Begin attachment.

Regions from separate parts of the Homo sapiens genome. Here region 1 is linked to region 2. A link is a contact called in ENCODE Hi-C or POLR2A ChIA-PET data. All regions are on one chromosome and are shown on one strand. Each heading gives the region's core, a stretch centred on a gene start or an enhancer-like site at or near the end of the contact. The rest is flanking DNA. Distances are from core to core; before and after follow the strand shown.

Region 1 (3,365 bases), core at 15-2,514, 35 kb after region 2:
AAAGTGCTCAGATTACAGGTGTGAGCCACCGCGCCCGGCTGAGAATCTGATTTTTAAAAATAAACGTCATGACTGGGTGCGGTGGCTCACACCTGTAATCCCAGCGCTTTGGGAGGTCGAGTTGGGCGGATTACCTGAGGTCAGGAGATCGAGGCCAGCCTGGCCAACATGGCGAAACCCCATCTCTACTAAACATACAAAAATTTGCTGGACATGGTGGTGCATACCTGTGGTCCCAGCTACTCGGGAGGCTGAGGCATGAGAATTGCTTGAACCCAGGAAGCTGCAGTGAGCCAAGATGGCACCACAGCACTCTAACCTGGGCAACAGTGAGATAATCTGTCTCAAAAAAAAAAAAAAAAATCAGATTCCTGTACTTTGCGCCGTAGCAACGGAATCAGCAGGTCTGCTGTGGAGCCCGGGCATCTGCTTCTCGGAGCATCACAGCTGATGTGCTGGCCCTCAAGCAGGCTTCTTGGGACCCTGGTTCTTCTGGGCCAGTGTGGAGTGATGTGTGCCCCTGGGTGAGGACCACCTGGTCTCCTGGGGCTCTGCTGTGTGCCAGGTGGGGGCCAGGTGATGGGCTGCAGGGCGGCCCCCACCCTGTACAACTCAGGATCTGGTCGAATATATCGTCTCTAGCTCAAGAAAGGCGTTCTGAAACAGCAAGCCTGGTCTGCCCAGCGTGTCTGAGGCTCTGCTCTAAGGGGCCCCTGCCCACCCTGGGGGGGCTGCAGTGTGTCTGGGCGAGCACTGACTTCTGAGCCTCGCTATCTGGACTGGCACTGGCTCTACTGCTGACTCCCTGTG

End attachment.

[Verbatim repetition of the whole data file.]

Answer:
Regions from separate parts of the Homo sapiens genome. Here region 1 is linked to region 2. A link is a contact called in ENCODE Hi-C or POLR2A ChIA-PET data. All regions are on one chromosome and are shown on one strand. Each heading gives the region's core, a stretch centred on a gene start or an enhancer-like site at or near the end of the contact. The rest is flanking DNA. Distances are from core to core; before and after follow the strand shown.

Region 1 (3,365 bases), core at 15-2,514, 35 kb after region 2:
AAAGTGCTCAGATTACAGGTGTGAGCCACCGCGCCCGGCTGAGAATCTGATTTTTAAAAATAAACGTCATGACTGGGTGCGGTGGCTCACACCTGTAATCCCAGCGCTTTGGGAGGTCGAGTTGGGCGGATTACCTGAGGTCAGGAGATCGAGGCCAGCCTGGCCAACATGGCGAAACCCCATCTCTACTAAACATACAAAAATTTGCTGGACATGGTGGTGCATACCTGTGGTCCCAGCTACTCGGGAGGCTGAGGCATGAGAATTGCTTGAACCCAGGAAGCTGCAGTGAGCCAAGATGGCACCACAGCACTCTAACCTGGGCAACAGTGAGATAATCTGTCTCAAAAAAAAAAAAAAAAATCAGATTCCTGTACTTTGCGCCGTAGCAACGGAATCAGCAGGTCTGCTGTGGAGCCCGGGCATCTGCTTCTCGGAGCATCACAGCTGATGTGCTGGCCCTCAAGCAGGCTTCTTGGGACCCTGGTTCTTCTGGGCCAGTGTGGAGTGATGTGTGCCCCTGGGTGAGGACCACCTGGTCTCCTGGGGCTCTGCTGTGTGCCAGGTGGGGGCCAGGTGATGGGCTGCAGGGCGGCCCCCACCCTGTACAACTCAGGATCTGGTCGAATATATCGTCTCTAGCTCAAGAAAGGCGTTCTGAAACAGCAAGCCTGGTCTGCCCAGCGTGTCTGAGGCTCTGCTCTAAGGGGCCCCTGCCCACCCTGGGGGGGCTGCAGTGTGTCTGGGCGAGCACTGACTTCTGAGCCTCGCTATCTGGACTGGCACTGGCTCTACTGCTGACTCCCTGTG